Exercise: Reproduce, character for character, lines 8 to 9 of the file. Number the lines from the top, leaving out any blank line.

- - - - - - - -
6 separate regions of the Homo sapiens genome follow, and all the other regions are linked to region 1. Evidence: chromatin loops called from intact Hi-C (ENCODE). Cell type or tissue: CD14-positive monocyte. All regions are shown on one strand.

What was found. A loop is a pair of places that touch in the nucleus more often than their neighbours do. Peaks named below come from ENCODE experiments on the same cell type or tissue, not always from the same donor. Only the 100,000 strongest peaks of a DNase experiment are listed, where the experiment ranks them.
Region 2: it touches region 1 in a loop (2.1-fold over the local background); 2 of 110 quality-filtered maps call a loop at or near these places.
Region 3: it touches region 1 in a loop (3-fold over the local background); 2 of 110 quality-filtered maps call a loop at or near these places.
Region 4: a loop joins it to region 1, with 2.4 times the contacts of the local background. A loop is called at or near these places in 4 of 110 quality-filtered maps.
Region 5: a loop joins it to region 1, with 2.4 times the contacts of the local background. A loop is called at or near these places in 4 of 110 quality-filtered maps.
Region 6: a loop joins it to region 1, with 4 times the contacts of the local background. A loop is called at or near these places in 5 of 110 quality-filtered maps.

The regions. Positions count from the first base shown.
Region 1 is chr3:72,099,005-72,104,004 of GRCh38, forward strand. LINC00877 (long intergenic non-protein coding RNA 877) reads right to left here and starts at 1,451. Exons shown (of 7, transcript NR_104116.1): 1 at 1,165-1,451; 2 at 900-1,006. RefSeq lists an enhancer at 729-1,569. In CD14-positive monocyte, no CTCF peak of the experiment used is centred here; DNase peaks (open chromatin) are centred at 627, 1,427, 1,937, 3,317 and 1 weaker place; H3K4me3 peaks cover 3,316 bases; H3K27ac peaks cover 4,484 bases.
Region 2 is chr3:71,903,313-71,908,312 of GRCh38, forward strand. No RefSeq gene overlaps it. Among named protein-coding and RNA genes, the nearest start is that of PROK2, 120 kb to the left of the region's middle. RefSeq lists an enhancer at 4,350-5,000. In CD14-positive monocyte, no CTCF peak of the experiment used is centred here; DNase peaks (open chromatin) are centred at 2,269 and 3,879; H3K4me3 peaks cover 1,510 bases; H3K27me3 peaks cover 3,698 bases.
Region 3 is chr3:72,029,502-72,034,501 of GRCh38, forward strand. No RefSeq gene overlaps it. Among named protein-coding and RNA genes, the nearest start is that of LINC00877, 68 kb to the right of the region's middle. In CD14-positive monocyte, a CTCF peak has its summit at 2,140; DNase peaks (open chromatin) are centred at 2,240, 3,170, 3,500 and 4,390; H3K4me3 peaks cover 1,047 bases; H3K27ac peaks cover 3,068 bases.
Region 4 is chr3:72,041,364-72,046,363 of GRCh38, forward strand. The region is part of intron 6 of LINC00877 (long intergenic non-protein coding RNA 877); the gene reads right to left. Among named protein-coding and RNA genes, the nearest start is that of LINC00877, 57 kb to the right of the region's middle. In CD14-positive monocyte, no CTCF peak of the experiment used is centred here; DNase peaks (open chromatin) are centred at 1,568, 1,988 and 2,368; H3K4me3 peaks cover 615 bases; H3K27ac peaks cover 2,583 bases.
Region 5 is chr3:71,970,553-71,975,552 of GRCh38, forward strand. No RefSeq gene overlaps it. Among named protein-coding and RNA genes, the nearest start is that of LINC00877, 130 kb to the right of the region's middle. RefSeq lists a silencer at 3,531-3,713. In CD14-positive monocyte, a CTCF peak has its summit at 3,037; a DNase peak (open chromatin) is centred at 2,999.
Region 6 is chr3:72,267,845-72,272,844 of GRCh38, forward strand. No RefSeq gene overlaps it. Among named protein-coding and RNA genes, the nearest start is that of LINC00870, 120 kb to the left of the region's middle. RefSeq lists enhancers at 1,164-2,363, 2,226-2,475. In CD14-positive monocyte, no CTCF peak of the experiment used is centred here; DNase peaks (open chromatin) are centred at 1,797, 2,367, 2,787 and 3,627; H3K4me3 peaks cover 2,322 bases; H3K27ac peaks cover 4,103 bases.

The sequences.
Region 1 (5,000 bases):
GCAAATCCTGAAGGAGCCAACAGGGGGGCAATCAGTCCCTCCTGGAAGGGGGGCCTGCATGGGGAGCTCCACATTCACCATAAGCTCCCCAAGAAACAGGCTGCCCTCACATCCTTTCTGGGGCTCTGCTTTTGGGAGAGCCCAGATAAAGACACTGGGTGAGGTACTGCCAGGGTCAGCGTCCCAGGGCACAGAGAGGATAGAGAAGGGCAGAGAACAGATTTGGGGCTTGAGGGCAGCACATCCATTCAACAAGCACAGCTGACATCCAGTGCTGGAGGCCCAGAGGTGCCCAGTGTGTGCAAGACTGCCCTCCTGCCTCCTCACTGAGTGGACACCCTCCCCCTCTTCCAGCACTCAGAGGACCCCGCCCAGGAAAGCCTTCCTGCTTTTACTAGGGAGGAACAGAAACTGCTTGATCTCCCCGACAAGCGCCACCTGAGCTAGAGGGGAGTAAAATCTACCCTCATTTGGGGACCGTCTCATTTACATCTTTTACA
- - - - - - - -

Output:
The regions. Positions count from the first base shown.
Region 1 is chr3:72,099,005-72,104,004 of GRCh38, forward strand. LINC00877 (long intergenic non-protein coding RNA 877) reads right to left here and starts at 1,451. Exons shown (of 7, transcript NR_104116.1): 1 at 1,165-1,451; 2 at 900-1,006. RefSeq lists an enhancer at 729-1,569. In CD14-positive monocyte, no CTCF peak of the experiment used is centred here; DNase peaks (open chromatin) are centred at 627, 1,427, 1,937, 3,317 and 1 weaker place; H3K4me3 peaks cover 3,316 bases; H3K27ac peaks cover 4,484 bases.